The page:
Fraud and Enforceability: Potential Implications for Federal Circuit Litigation

By: Michael Kim Should fraudulent litigation tactics and testimony affect the validity of underlying patents? What results are possible if the enforceability of a patent turns on the conduct of the applying party not only before the Patent and Trademark Office, but also before circuit courts? The author of the following article considers these questions in light of the recent Aptix Corp. case. Download Full Article (PDF) Cite: 2002 Duke L. & Tech. Rev. 0001

Facilitating Access of Aids Drugs While Maintaining Strong Patent Protection

By: Dana Ziker The AIDS pandemic has thrust the subject of patent protection into the spotlight, a spotlight that has attracted the attention of broad audience including interested parties from the political, legal, and medical communities. Can the United States’ scheme of strong patent protection for pharmaceutical products withstand the increased attention? Download Full Article (PDF) Cite: 2001 Duke L. & Tech. Rev. 0042

Cybernetic Implications for the U.C.C.

By: Stephen Dirksen & Kyle Grimshaw In the following iBrief, the authors assess the impact of recent a recent decision from the 9th Circuit assessing whether the patent system’s filing mechanism preempts the U.C.C. Article 9 requirement that creditors perfect their security interests in patents offered as collateral by their debtors. Download Full Article (PDF) Cite: 2001 Duke L. & Tech. Rev. 0040

A Victory for the Student Researcher: Chou v. University of Chicago

By: Kyle Grimshaw For years, graduate and other student researchers at universities have alleged that the hierarchical system in academic research allows supervising PhDs to steal and patent inventions that were rightfully discovered by students. In July 2001, the Federal Circuit finally addressed these concerns by interpreting the law in a way that strictly protects the rights of student researchers. This article examines this long-overdue change in the law and discusses its potential implications. Download Full Article (PDF) Cite: 2001 Duke L. & Tech. Rev. 0035

International Upheaval: Patent Independence Protectionists and the Hague Conference

By: Kyle Grimshaw International lawmakers presently are negotiating a treaty that would not only allow U.S. courts to grant summary judgment in patent infringement suits if a court in Canada or Europe previously found patent infringement, but would actually require it. This paper examines whether courts in the United States should be allowed to find patent infringement based solely upon the fact that foreign courts had previously found patent infringement. The author concludes that changing the law to allow this practice is not sound policy. Download Full Article (PDF) Cite: 2001 Duke L. & Tech. Rev. 0020

Patent Amendments and Prosecution History Estoppel Under Festo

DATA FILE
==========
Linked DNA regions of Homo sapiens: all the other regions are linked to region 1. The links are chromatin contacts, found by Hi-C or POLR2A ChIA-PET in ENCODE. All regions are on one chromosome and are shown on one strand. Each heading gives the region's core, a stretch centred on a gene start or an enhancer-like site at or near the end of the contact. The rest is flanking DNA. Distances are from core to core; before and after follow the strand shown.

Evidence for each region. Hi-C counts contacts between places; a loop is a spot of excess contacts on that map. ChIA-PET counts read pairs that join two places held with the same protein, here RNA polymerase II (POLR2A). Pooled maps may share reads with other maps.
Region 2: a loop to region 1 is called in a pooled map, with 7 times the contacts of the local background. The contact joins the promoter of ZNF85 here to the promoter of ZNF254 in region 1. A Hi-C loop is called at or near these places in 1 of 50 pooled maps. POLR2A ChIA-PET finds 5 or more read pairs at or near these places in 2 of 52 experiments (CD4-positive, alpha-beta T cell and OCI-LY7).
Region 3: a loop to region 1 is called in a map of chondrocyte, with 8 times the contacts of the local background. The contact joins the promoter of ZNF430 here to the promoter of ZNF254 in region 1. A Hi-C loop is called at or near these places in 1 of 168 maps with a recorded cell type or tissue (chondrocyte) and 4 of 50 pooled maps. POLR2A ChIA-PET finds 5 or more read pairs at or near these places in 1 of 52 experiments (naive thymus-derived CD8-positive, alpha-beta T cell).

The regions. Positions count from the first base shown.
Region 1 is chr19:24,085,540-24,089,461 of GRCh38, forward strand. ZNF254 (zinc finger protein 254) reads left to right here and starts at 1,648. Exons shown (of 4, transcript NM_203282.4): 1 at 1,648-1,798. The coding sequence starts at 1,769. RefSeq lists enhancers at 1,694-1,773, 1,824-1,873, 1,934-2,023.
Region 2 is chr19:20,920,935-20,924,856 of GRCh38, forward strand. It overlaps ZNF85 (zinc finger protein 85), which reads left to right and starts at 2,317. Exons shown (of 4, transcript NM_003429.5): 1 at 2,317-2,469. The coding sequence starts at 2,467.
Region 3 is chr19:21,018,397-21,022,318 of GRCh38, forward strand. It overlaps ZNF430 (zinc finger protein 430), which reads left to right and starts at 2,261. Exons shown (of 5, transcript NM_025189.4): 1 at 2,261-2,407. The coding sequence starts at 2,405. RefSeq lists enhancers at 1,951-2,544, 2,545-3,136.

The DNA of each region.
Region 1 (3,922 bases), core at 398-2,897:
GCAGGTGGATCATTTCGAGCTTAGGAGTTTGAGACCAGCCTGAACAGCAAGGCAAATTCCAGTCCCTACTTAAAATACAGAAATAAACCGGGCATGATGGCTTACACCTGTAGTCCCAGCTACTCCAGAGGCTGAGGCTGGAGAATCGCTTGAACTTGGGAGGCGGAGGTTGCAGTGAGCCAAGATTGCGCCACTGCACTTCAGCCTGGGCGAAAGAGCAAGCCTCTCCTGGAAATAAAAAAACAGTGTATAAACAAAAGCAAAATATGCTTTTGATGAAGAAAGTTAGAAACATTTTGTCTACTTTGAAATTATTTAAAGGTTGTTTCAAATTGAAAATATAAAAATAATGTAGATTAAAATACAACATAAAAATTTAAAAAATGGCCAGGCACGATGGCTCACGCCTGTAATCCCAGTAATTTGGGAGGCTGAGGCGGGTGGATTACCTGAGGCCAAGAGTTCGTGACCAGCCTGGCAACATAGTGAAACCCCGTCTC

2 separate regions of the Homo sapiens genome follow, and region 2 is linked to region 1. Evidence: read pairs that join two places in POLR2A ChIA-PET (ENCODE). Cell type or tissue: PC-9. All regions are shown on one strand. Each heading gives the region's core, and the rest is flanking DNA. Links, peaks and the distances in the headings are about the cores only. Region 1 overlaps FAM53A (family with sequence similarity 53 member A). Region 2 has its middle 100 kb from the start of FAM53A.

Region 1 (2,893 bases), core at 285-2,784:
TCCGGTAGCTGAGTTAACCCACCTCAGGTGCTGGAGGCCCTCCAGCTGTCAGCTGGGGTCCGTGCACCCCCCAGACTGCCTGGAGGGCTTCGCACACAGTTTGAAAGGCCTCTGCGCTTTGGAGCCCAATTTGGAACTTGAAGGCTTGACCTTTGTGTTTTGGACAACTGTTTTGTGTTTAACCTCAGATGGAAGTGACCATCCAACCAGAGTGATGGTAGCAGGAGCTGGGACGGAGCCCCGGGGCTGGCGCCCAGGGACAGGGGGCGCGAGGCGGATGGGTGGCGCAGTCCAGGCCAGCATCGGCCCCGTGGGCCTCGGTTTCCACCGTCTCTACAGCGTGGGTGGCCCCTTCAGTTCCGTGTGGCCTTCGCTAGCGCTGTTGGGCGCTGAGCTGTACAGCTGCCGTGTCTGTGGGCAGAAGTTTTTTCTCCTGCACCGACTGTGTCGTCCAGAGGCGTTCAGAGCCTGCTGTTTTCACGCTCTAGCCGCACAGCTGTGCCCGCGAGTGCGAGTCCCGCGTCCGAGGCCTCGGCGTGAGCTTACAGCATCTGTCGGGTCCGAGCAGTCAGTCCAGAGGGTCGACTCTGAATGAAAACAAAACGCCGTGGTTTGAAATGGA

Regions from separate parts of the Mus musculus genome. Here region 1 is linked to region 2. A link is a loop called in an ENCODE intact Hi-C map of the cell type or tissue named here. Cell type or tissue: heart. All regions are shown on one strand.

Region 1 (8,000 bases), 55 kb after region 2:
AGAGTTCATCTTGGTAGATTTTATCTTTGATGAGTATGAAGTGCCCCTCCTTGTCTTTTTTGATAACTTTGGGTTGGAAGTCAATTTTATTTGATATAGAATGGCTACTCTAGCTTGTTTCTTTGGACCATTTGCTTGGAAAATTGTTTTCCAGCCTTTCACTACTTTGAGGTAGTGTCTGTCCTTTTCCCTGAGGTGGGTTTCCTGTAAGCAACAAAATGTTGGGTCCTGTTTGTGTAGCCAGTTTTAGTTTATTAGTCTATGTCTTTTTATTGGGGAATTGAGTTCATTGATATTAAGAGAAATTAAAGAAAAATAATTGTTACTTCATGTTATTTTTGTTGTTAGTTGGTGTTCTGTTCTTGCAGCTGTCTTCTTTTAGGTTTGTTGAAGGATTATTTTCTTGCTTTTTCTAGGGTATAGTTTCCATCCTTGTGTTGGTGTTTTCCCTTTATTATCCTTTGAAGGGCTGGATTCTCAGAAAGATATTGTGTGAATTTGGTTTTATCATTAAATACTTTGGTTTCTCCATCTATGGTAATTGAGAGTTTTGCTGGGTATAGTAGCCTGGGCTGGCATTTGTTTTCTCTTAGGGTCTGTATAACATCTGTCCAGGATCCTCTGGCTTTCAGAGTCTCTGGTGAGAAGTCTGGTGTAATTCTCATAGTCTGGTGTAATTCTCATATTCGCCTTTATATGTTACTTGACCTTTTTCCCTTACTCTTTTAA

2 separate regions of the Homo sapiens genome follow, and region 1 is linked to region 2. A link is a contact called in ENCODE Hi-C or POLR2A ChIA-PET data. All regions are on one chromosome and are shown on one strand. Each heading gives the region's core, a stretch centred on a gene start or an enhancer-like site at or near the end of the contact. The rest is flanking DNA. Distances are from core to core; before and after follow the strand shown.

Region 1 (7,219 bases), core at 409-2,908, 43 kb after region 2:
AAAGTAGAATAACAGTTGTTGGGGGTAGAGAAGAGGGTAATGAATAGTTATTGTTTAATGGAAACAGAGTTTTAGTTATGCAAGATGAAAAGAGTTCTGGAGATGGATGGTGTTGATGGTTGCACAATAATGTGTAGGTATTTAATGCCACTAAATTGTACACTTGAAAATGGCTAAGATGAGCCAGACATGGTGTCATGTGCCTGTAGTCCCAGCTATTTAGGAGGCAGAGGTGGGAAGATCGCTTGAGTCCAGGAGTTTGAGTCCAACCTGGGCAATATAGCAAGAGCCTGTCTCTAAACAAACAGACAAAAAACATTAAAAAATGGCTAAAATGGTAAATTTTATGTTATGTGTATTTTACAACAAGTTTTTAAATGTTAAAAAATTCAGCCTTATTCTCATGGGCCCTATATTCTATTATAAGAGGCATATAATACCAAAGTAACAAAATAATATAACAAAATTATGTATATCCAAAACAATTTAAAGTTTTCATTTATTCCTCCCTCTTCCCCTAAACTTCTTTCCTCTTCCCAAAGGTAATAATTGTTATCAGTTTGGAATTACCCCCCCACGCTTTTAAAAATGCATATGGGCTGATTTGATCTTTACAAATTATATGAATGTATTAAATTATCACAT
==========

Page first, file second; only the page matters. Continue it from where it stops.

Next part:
By: Stephen Dirksen, Kyle Grimshaw, Michael Hostetler, Michael Kim & Steven Mesnick On November 29, 2000, the Federal Circuit retroactively reduced the value of nearly 1.2 million unexpired United States patents by announcing a new rule for the somewhat obscure doctrine of prosecution history estoppel. Designed to foster clarity in patent applications, this new pronouncement in Festo Corp v. Shoketsu Kinzoku Kogyo Kabushiki Co. allows for easy copying of some patented inventions and reduces patent owner’s ability to prove infringement. This article outlines the change in the law and discusses the positive and negative consequences of the decision. Download Full Article (PDF) Cite: 2001 Duke L. & Tech. Rev. 0011

Who’s Afraid of v.

By: Stephen Dirksen, Kyle Grimshaw, Michael Hostetler, Ian Jinkerson & Michael Kim On October 2, 2000, the Court of Appeals for the Federal Circuit heard the appeal in the case of, Inc. v., Inc. This appeal revolves around the alleged infringement by of a one-click web-shopping system patented by The one-click system is among a series of recent controversial “business method” patents. According to some, business methods are legitimate inventions that deserve the protection of the US Patent and Trademark Office (PTO). According to others, business methods are unworthy of patent protection and may inhibit innovation in e-commerce. The outcome of this case has been widely anticipated by both sides of the business method patent debate as a signal that these patents will or will not be upheld by courts. Download Full Article (PDF) Cite: 2001 Duke L. & Tech. Rev. 0003

Deutsche Telekom and Voicestream Merger: Charting a New Regulatory Course

By: Aaron Futch, Yemi Giwa, Andrew Grimmig, Kisa Mlela & Amy Richardson On July 24, 2000, the German telecommunications giant Deutsche Telekom AG (Deutche Telekom) agreed to purchase the Bellvue, Washington based VoiceStream Wireless Corporation (VoiceStream) for over $50 billion. Although the merger may ultimately fall through, the response generated by the proposed merger indicates the future for deals between US and foreign-owned telecommunications companies. With the increasing globalization of the world’s telecommunications markets, the Deutche Telekom deal represents the first time that a company dominated by a foreign government has attempted to purchase an American corporation. The signatories of the Basic Telecommunications Agreement, an agreement among World Trade Organization (WTO) members to open their telecom markets to foreign competition, are closely watching the US response. The stance that the US government takes in reviewing this merger can be seen as a sign of things to come as the world’s single largest telecommunications market opens up to the world. Download Full Article (PDF) Cite: 2001 Duke L. & Tech. Rev. 0004